Prayer for the New Year

A Prayer of Faith

 We trust that beyond absence there is a presence.
That beyond the pain there can be healing.
That beyond the brokeness there can be wholeness.
That beyond the anger there may be peace.
That beyond the hurting there may be forgiveness.
That beyond the silence there may be the word.
That beyond the word there may be understanding.
That through understanding there is love.

                                                                                                            Author Unknown

The Ebb and Flow of Life

A Meditative Morsel

Life review is a common spiritual practice in which I lead my hospice patients.  It is an opportunity for them to tell me about such things as their childhood, career,  time spent as a parent, or their adventures through life.  Often life review becomes a pathway to healing those lingering regrets, deep guilt, or broken relationships.  Ultimately, it is a practice that can lead to the acceptance of one’s mortality and embracement of his or her belief in what comes after death. I found this  quote recently which seemed to reflect this aspect of my work beautifully!

Whatever your beliefs, may you be at peace with the ebb and flow of your life.


“We see the water of a river

flowing uninterruptedly and passing away,

And all that floats on its surface—

rubbish or beams of trees—

all passes by.

Christian!  So it is with our life…

I was an infant, and that time has gone.

I was an adolescent, that that too has passed.

I was a young man, and that is also far behind me.

The strong and mature man that I was is no more.

My hair turns white, I succumb to age, but that too passes away;

I approach the end and will go the way of all flesh.

I was born in order to die.

I die that I may live.

Remember me, O Lord, in thy Kingdom!”

Saint Tikhon of Zadonsk, Bishop of Voronezh



By What Rules Do You Live?

A Meditative Morsel…

Copied from a Bible study class for parents recently, I began our time together by soliciting from the moms and dads one rule that they try to live by.

Great rules were shared: take a sabbath day from gadgets, grocery shop within a budget, and spend more intentional time with one’s children were just a few.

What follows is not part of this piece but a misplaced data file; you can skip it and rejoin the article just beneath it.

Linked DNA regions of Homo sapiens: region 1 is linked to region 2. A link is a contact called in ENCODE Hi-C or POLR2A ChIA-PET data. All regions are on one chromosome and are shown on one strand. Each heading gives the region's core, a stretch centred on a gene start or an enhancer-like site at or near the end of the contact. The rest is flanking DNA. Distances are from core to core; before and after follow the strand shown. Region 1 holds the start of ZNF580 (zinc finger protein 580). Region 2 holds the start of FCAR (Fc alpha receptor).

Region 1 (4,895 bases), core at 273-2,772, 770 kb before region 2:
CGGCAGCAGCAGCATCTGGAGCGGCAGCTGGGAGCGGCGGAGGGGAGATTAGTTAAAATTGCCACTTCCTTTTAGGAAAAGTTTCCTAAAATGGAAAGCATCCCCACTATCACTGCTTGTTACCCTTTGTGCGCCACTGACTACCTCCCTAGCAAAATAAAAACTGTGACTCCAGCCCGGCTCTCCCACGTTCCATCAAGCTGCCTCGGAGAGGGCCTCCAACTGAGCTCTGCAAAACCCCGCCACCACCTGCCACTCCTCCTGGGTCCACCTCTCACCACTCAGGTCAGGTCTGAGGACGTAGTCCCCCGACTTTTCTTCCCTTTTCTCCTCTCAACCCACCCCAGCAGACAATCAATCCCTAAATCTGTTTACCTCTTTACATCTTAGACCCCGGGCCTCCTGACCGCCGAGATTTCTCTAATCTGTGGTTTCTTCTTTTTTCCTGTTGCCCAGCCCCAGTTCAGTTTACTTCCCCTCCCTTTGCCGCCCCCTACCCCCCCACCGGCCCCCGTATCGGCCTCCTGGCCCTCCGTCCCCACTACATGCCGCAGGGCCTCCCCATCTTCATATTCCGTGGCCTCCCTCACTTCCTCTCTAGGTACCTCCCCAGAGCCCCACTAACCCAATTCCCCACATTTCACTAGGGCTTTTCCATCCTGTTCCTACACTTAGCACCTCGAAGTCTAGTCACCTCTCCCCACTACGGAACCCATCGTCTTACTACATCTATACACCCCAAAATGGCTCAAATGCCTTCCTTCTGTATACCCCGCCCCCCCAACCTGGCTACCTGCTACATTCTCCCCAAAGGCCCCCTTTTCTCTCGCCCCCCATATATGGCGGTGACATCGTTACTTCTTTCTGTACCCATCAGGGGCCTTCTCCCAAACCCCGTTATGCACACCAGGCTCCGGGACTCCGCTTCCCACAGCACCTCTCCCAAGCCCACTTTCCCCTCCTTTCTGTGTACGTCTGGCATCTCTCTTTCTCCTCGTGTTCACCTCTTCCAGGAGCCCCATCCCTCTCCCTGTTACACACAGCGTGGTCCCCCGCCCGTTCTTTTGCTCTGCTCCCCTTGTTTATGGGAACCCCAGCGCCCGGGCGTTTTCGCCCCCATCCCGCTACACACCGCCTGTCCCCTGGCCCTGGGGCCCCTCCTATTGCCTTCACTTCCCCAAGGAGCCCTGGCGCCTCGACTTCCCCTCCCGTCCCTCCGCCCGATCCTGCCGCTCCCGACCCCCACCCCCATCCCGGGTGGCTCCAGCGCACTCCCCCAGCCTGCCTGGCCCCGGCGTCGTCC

We then looked at the 10 commandments from Exodus 20.  I must admit, I had fun breaking them into diads and triad to see which of the commandments they could recall from memory.  “Thou shalt not stone thy neighbor” was a creative version, I suppose, of “Thou shalt not kill.”

Here is a wonderful 21st Century version of the 10 Commandment for you to ponder. (Copied from the Religious Tolerance Website)

Ten Commandments for the Third Millennium:Written by a person who would prefer to remain anonymous. It is obviously a religiously inclusive restatement of the Biblical Ten Commandments which would be acceptable to followers of most religions and to secularists as well:
  1. Respect and worship any deity within your faith tradition, if you follow one. Value and support the right of others to do the same.
  2.  Enjoy and support legal guarantees of freedom of religious belief, religious practice, assembly and speech for all.
  3.  Do not use obscene speech in the name of the deities of any religion.
  4.  Follow the guidance of your faith or secular tradition every day of the week, because every day is important.
  5.  Help to establish social safety nets so that the very young, the elderly, the sick, mentally ill, physically disabled, unemployed, poor and broken will receive adequate medical attention and enjoy at least a minimum standard of living.
  6. Minimize the harm you do to others and yourself. Treat others as you would wish to be treated.
  7. Do not engage in sexual activity with another person, which is coercive, unsafe, manipulative, public, or outside of a committed monogamous relationship.
  8. Do not steal the property of others, except in case of emergency (and then only if you attempt to replace or pay for it later).
  9. Do not lie, either in or out of court. Be honest and truthful at all times.
  10. Attempt to be satisfied with your current standard of living; do not obsess over the possessions of others; that path leads to unhappiness.


So…By what rules do YOU live?

(And how’s that working for you? 😉 )

When searching for a religious/spiritual place to call home…

“If religion becomes a cause of dislike, hatred and division,it were better to be without it, and to withdraw from such a religion would be a truly religious act. For it is clear that the purpose of a remedy is to cure; but if the remedy should only aggravate the complaint it had better be left alone.”

— ‘Abdu’l-Baha —

More stillness.

A Meditative Morsel to follow your Spiritual Prescription to Embrace Silence:

Sloooooowly read the scripture below from Psalm 46:10.

Allow the words to sink in.

Be open to the images or thoughts that come to mind with each line.

Do any feelings or questions arise?

Try emphasizing a different word with each line.

Pause…. before moving on to the next line.

Breathe deeply.

Repeat each line as you feel drawn, even speak them out loud if you wish.

Take… your… time…

Be still and know that I am God…

Be still and know that I am…

Be still and know…

Be still…


On your spiritual journey may you learn to slow down and to love stillness.   I pray you discover in the silence that which gives you strength and can illuminate your path.

Be still—listen to and observe the wonder, beauty and holiness all around us–-and know that you are not alone.